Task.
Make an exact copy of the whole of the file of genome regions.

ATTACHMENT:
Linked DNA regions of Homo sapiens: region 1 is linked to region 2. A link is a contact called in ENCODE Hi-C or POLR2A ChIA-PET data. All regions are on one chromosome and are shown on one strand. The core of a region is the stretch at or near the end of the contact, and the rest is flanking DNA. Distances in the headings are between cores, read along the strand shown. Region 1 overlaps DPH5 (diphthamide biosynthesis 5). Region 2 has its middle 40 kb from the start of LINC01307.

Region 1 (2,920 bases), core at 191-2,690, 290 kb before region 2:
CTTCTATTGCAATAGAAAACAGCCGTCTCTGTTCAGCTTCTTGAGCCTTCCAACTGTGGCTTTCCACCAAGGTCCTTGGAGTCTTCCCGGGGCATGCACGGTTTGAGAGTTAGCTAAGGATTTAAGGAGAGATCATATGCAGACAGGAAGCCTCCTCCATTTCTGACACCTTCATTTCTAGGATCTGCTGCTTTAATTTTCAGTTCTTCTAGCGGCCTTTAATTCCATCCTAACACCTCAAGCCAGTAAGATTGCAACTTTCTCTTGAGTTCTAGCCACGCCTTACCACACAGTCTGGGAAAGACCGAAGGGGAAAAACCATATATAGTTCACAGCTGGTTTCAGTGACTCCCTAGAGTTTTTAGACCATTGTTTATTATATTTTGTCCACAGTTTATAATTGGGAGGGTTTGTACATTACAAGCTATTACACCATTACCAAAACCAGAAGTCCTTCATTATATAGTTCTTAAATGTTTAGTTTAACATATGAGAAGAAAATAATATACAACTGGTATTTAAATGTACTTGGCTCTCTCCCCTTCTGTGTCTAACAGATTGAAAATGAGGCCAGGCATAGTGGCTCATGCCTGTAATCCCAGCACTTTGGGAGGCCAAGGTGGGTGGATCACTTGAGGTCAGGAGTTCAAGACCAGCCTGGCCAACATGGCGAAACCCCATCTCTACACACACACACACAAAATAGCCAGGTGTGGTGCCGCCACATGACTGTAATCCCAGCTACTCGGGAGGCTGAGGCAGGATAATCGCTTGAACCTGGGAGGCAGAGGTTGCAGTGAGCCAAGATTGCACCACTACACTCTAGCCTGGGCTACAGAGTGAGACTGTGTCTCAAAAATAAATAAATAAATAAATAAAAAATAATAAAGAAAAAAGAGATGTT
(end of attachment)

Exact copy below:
Linked DNA regions of Homo sapiens: region 1 is linked to region 2. A link is a contact called in ENCODE Hi-C or POLR2A ChIA-PET data. All regions are on one chromosome and are shown on one strand. The core of a region is the stretch at or near the end of the contact, and the rest is flanking DNA. Distances in the headings are between cores, read along the strand shown. Region 1 overlaps DPH5 (diphthamide biosynthesis 5). Region 2 has its middle 40 kb from the start of LINC01307.

Region 1 (2,920 bases), core at 191-2,690, 290 kb before region 2:
CTTCTATTGCAATAGAAAACAGCCGTCTCTGTTCAGCTTCTTGAGCCTTCCAACTGTGGCTTTCCACCAAGGTCCTTGGAGTCTTCCCGGGGCATGCACGGTTTGAGAGTTAGCTAAGGATTTAAGGAGAGATCATATGCAGACAGGAAGCCTCCTCCATTTCTGACACCTTCATTTCTAGGATCTGCTGCTTTAATTTTCAGTTCTTCTAGCGGCCTTTAATTCCATCCTAACACCTCAAGCCAGTAAGATTGCAACTTTCTCTTGAGTTCTAGCCACGCCTTACCACACAGTCTGGGAAAGACCGAAGGGGAAAAACCATATATAGTTCACAGCTGGTTTCAGTGACTCCCTAGAGTTTTTAGACCATTGTTTATTATATTTTGTCCACAGTTTATAATTGGGAGGGTTTGTACATTACAAGCTATTACACCATTACCAAAACCAGAAGTCCTTCATTATATAGTTCTTAAATGTTTAGTTTAACATATGAGAAGAAAATAATATACAACTGGTATTTAAATGTACTTGGCTCTCTCCCCTTCTGTGTCTAACAGATTGAAAATGAGGCCAGGCATAGTGGCTCATGCCTGTAATCCCAGCACTTTGGGAGGCCAAGGTGGGTGGATCACTTGAGGTCAGGAGTTCAAGACCAGCCTGGCCAACATGGCGAAACCCCATCTCTACACACACACACACAAAATAGCCAGGTGTGGTGCCGCCACATGACTGTAATCCCAGCTACTCGGGAGGCTGAGGCAGGATAATCGCTTGAACCTGGGAGGCAGAGGTTGCAGTGAGCCAAGATTGCACCACTACACTCTAGCCTGGGCTACAGAGTGAGACTGTGTCTCAAAAATAAATAAATAAATAAATAAAAAATAATAAAGAAAAAAGAGATGTT